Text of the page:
"Our job is just put them in a position to go play as hard as they can," Schiano said early in the 2016 season. "If we can simplify the scheme and still get done what we need to get done, that's our job."
This simplicity allows players like Denzel Ward and Jordan Fuller to step into starting roles and shine almost immediately, as both did last fall. But it also allows opponents to manipulate the defense, putting defenders in conflict or isolating the rare matchup where the Buckeyes may not have a personnel advantage.
A Schiano returns for a third year with two returning corners in Damon Arnette and Kendall Sheffield that finished the year strong against the USC passing attack, there's little reason to expect Ohio State to employ man-coverage less often. With that in mind, let's take a deeper dive into what this philosophy brings to the table.
While they occasionally showed Cover-0 behind a blitz and Man-2 coverage on long third downs, the Buckeyes' preferred method of playing man is from a Cover-1 scheme in which a safety roams the middle of the field, reading the eyes of the quarterback behind five defenders locked in one-on-one battles just as you might see in your annual backyard turkey bowl. While there is quite a bit of additional nuance to this seemingly simple play-call, these defenders will often try to maintain outside leverage on their receiver, funneling them inside to the lurking free safety or the "rat" or "robber" linebacker that looks to disrupt any crossing patterns underneath.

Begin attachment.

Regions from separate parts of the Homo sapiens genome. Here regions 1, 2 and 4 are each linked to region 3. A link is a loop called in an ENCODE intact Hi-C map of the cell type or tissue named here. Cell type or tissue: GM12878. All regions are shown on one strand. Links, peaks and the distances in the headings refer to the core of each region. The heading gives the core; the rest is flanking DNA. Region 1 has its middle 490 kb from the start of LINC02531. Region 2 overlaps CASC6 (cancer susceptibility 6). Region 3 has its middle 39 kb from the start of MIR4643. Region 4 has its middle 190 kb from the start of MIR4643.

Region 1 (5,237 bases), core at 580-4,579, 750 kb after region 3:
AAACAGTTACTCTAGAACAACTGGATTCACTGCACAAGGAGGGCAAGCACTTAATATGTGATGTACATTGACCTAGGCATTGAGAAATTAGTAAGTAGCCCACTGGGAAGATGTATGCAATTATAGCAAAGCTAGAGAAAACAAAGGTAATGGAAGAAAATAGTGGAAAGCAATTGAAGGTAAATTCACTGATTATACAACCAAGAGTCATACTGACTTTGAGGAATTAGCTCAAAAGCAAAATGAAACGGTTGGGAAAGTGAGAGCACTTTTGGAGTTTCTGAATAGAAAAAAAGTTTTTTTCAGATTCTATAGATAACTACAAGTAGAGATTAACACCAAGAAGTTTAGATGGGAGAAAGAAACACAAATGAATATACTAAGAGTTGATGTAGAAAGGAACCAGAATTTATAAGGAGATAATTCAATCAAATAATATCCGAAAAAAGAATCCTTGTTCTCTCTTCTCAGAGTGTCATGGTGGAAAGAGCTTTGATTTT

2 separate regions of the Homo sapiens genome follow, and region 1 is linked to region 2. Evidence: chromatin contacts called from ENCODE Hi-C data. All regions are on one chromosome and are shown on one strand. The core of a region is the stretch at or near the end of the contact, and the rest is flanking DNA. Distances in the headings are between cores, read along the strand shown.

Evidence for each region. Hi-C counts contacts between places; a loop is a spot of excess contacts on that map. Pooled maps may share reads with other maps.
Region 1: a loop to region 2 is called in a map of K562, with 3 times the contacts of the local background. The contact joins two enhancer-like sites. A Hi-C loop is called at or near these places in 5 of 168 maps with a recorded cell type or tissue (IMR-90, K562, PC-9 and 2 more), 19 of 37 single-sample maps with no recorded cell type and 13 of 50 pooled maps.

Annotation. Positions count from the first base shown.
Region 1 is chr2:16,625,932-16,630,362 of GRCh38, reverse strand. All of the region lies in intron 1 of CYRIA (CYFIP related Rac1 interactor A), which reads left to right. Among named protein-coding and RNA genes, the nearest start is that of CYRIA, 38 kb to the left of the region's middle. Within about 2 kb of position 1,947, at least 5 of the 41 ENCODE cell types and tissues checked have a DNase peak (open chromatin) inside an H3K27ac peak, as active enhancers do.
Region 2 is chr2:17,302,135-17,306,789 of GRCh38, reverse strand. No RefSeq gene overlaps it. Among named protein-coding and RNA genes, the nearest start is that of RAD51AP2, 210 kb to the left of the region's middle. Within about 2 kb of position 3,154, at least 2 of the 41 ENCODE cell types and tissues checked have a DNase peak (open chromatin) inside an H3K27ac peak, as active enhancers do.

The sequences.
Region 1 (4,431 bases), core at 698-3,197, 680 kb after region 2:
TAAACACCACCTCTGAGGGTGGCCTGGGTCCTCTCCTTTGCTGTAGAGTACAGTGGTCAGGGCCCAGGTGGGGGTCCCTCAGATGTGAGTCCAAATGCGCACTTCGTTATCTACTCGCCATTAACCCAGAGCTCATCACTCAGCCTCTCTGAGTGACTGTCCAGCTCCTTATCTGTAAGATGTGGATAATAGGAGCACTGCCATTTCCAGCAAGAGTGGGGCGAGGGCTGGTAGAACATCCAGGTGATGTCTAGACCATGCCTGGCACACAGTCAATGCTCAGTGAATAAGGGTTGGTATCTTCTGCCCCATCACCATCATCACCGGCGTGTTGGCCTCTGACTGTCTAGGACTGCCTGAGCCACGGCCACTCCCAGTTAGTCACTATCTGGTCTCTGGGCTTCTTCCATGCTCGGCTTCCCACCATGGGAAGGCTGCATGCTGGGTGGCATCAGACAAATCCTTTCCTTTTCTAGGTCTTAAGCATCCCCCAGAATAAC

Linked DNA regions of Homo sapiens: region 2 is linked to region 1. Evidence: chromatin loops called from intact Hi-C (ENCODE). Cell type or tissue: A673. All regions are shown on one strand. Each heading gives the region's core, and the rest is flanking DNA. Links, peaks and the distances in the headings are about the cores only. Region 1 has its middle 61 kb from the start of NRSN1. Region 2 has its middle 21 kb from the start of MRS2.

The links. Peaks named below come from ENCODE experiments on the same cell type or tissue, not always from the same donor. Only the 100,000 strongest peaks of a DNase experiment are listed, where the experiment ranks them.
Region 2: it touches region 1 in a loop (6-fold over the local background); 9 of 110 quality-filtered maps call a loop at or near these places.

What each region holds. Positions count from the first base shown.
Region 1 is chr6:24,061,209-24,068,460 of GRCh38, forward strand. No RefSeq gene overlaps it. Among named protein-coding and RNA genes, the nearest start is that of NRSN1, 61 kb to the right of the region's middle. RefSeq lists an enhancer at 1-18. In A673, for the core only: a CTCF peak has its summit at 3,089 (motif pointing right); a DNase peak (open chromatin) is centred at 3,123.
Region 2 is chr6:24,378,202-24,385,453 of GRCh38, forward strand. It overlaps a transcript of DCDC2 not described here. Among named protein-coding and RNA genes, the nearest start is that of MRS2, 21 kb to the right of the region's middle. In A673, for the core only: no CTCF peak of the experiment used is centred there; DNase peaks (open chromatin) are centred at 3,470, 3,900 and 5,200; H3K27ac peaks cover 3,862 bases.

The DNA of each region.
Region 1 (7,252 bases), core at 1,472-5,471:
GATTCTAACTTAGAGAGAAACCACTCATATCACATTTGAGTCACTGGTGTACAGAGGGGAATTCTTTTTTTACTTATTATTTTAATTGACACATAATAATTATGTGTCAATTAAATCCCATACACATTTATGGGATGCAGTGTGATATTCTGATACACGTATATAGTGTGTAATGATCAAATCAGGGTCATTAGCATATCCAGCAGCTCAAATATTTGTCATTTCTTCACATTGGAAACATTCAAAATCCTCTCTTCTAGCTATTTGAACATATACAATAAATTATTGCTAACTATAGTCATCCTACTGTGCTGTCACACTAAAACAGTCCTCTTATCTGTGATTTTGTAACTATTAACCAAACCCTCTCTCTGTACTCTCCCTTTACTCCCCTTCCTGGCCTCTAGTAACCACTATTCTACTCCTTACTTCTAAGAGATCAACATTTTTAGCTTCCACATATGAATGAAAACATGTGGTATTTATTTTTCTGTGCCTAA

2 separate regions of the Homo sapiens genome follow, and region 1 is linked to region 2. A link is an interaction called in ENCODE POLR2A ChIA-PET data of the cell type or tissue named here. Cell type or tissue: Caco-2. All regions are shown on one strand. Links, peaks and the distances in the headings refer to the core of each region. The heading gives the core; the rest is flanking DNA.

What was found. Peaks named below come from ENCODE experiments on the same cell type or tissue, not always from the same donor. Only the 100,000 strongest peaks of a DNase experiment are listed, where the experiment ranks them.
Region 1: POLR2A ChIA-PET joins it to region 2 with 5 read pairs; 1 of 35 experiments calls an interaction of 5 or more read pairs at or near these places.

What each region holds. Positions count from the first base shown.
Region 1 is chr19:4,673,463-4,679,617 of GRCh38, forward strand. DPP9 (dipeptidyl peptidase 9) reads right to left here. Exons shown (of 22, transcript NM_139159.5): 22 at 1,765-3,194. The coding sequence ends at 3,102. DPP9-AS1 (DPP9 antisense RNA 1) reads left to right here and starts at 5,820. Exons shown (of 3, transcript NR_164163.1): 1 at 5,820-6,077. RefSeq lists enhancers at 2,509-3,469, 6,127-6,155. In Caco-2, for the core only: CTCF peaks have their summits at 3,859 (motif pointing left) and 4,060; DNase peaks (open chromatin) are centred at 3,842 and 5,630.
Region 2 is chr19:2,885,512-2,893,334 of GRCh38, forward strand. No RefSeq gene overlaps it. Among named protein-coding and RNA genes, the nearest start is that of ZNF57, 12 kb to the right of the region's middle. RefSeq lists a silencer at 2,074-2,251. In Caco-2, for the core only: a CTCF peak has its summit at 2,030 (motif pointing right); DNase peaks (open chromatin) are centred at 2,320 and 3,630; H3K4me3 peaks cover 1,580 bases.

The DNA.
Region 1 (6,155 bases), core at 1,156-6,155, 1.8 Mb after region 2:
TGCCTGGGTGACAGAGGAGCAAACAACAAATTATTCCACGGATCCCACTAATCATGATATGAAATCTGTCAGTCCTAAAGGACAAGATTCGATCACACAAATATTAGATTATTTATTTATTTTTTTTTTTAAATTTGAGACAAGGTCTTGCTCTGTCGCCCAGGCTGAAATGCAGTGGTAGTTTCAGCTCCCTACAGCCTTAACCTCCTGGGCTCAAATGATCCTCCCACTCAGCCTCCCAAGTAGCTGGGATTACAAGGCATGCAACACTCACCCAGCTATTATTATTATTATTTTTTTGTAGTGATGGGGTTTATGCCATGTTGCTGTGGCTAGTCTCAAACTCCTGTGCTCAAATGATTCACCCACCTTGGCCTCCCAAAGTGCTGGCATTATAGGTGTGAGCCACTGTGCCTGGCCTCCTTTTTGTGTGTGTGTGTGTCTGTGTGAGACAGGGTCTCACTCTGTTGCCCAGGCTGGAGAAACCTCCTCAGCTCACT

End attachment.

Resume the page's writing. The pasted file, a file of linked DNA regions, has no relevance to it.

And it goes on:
Of course, the benefit to such a scheme is the simple ability for each defender to identify their coverage responsibility before the snap and focus on executing it without worrying about any additional movement.
As seen in the example above, the linebacker travels with the running back on his flare motion out of the backfield while the robber takes away the inside route of the slot receiver to that side, helping the strong safety playing in "off" coverage. The back seven have done their job, leaving the front four to eventually collapse the pocket and force the QB to throw the ball away, creating an ideal result for the defense.